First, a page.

Julia Colegate-Stone, Founding Partner of boutique executive search firm Hurston Eliot, shares her thoughts on the importance of diversity and the business benefits to be gained from ensuring your business puts a priority on diversity across the board.
At a recent breakfast event the audience, of which I was a part, was asked to consider our own “crazy goal” for our respective businesses. The goal towards which we would drive our businesses over the next three to five years. I knew in my head what this was - I’d worked on it with my brilliant coach, I’d poured over it and our strategic plan with my team. As I struggled to articulate it, my partner for this exercise had observed and refined my statement, the product of which was a far pithier and ambitious “crazy goal” than I could have hoped for.
The individual with whom I was doing this “brain work” came from a completely different industry, running a business that couldn’t be more different from my own. Here was living breathing evidence of the benefit of diversity of thought, diversity of background, of industry and, ultimately, of brain power.
My own experience aside, it’s now widely accepted that diversity is good for business. Traditional metrics of diversity (gender, race, and more) are well documented: teams where men and women are equal earn 41% more revenue; racially diverse teams outperform non-diverse teams by 35%. Day to day, my own business focuses not so much on these metrics (although positive gender diversity outcomes are a by-product of our focus) but on structural diversity – hiring creatively on a part-time or project basis, providing efficiencies to our clients and introducing them to untapped talent. Just like the diverse hires we’ve introduced to them, hiring in a way that is “diverse” – defined at its most simple level as different from the norm – provides a variety of benefits. Collectively they contribute to the success of those businesses.
We often get asked why clients are, and should be, thinking about diversity (other than it being morally clearly the right thing to do). Each business will have their own motivating factors and below are some of the benefits our clients have seen by hiring in what could be categorised as a diverse way – either a diversity candidate by reason of gender, or a structurally diverse role.
Accessing otherwise inaccessible talent
By thinking creatively, businesses are able to access an untapped and bigger talent pool than to which they might otherwise have access. Many of our clients initially envisage all roles as full-time. Once they offer an option of part-time or flexible working, they’re able to secure an outstanding candidate that they otherwise wouldn’t have been able to find.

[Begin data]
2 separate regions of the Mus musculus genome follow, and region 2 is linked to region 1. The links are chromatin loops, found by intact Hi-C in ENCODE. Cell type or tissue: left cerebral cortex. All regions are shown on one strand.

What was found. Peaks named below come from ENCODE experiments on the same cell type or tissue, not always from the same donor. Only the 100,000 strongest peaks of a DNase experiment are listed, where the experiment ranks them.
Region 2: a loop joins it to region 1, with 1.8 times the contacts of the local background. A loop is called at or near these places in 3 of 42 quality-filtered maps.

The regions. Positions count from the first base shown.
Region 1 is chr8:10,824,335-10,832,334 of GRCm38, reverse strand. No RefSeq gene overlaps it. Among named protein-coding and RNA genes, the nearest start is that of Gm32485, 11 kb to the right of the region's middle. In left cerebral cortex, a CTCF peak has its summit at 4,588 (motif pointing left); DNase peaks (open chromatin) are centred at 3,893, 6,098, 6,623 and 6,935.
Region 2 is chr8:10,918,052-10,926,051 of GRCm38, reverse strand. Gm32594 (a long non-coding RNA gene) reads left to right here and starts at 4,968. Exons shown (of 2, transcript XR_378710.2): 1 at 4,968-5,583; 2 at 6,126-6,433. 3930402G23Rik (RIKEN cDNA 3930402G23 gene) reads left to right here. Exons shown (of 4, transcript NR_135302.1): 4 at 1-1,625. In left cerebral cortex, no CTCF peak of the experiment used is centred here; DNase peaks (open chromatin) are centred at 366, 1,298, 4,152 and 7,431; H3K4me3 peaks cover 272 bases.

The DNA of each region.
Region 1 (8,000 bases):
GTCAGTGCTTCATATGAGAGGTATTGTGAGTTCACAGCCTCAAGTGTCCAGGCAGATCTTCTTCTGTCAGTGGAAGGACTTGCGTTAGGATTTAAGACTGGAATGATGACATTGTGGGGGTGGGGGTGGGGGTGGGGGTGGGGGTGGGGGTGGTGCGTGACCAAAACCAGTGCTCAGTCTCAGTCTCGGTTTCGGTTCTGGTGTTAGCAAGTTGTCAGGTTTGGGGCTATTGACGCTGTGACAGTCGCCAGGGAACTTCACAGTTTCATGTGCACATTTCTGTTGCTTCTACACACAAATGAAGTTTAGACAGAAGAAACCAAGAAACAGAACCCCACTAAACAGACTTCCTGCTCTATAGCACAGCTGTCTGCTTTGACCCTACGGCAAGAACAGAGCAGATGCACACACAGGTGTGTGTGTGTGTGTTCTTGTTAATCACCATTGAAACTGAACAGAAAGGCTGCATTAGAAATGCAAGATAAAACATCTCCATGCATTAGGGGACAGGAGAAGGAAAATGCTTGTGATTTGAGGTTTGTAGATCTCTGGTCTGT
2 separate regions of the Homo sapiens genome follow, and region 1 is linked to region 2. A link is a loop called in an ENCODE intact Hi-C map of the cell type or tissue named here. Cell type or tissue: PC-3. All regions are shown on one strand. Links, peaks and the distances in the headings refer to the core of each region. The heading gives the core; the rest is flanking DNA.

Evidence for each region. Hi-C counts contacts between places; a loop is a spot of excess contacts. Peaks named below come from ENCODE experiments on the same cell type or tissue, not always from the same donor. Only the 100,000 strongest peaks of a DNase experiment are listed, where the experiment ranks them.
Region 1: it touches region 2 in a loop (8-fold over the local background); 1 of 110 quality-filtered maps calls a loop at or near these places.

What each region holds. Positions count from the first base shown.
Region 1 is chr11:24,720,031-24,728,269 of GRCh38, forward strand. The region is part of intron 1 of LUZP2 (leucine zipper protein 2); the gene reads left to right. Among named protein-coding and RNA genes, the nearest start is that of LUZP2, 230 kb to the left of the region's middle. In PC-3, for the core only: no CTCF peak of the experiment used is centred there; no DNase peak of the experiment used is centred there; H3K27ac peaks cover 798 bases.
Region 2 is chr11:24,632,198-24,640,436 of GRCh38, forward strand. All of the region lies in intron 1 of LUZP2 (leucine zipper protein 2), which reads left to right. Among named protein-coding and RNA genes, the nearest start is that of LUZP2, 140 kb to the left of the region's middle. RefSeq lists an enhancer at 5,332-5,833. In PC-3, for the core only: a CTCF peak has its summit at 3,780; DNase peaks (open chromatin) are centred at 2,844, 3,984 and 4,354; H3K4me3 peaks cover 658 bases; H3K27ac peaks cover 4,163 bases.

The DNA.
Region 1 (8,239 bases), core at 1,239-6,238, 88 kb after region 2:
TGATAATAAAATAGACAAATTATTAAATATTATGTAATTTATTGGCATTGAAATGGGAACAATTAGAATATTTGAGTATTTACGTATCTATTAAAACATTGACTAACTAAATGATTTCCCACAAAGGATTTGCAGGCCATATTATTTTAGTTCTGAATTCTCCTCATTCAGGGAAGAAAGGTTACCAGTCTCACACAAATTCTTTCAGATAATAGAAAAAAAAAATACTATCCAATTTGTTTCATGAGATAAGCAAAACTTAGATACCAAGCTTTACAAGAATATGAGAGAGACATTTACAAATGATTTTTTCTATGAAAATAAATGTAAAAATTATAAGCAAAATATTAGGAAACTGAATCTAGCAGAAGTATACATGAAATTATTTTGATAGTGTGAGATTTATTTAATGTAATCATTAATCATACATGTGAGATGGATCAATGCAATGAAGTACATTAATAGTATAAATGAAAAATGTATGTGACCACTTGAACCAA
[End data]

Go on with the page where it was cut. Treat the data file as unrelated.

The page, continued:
Embracing diversity = creative hiring
You know there’s a need, but not a full-time one. One option is to ask a candidate to broaden their skills and widen the role, making it enough to fill a busy working week. An alternative is to create a part-time role. By introducing an “efficient” part-time role, companies can gain access to this great pool of talent, which is dominated by women (in 2018, 41% of women in employment in the UK were working part-time, compared to 13% of men), thus increasing their diversity stats as well as meeting their business need.
Millennials (who are expected to make up 75% of the workforce by 2025) and those coming up behind them care about diversity. Not necessarily for reasons of equal opportunity (a given) but more for the conviction that working and collaborating with people from varied backgrounds makes a company more successful. 74% of millennials believe that an organisation is more innovative when it has a culture of inclusion.
In my old worlds of hedge funds and corporate law, I saw and heard of numerous occasions where a pitch or investment was jeopardised by a potential client seeing a deck or presentation showing an illustrious and senior management team of…middle-aged (old?!) white men. Claims of being innovative, creative, thought-leading even - and challenging concerns around group think are much harder when your team looks the same, sounds the same, and probably has more than a few shared life and educational experiences. Diverse teams help win business, and what business doesn’t want that?
Diversity improves employee happiness and, by extension, productivity
We are all told, from a young age, that everyone is different. Most (!) of us are taught to embrace those differences and we revel in them. We build our lives around our choices and our differences – at times we feel happy with those differences, at times we compare and then hopefully remember Roosevelt’s mantra that “comparison is the thief of all joy”. Businesses that embrace diversity, by logical extension, recognise individuals for who they are, for their differences – and in doing so do what most psychologists tell us is most important to individuals, value them for themselves, for who they are, for what else they are - not just the work they do. This acceptance of employees as people, with other interests, is understood to breeds happiness and effective employees - as Anna Quindlen once said, pointing to the opposite, “You cannot be really first rate at your work if your work is all you are”.
In my experience, creativity and innovation are inextricably linked to diversity – both as by-products of and catalysts for the other. Businesses that embrace diversity can feel confident they are future-proofing themselves, as well as reaping the benefits of a pool of talent that offers a broad and enriching tapestry of thought and lived experiences.